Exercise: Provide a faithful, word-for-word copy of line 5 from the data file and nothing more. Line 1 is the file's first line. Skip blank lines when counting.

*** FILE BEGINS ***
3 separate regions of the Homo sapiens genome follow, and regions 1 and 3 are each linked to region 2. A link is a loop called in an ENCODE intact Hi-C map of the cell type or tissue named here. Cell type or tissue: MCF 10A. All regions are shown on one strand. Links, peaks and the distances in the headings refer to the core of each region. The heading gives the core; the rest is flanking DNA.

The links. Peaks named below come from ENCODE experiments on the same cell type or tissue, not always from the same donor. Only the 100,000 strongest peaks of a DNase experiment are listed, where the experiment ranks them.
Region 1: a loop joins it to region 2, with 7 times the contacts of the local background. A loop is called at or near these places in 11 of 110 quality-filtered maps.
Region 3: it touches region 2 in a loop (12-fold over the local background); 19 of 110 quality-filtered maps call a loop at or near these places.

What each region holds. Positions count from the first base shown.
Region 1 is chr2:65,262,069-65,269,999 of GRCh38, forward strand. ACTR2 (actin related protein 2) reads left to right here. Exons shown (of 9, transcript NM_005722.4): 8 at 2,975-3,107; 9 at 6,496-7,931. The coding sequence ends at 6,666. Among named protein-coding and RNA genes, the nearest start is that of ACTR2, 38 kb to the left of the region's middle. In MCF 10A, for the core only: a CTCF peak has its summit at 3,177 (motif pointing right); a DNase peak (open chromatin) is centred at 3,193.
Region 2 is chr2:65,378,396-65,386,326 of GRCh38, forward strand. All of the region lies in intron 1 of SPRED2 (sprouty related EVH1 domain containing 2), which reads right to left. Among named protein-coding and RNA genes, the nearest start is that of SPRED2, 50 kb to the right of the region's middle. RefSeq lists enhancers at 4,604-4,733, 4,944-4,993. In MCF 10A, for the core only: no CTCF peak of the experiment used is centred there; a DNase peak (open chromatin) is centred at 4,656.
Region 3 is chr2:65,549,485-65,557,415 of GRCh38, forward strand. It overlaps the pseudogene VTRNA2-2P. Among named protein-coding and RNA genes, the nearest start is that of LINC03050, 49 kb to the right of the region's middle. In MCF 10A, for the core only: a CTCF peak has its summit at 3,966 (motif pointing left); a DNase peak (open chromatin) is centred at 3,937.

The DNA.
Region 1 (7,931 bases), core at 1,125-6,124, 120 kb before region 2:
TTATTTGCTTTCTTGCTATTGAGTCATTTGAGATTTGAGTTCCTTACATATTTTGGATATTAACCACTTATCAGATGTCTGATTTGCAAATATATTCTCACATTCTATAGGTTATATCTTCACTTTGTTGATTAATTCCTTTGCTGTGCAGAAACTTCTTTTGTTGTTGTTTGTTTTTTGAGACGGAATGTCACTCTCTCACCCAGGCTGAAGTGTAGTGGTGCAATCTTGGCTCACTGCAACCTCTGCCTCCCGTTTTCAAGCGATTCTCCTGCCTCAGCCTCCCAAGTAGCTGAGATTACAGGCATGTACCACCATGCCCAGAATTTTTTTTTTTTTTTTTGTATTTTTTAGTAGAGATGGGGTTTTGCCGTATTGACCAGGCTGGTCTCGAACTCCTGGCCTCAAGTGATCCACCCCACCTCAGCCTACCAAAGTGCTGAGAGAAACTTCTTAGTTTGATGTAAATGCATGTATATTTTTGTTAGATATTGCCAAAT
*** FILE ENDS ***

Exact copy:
What each region holds. Positions count from the first base shown.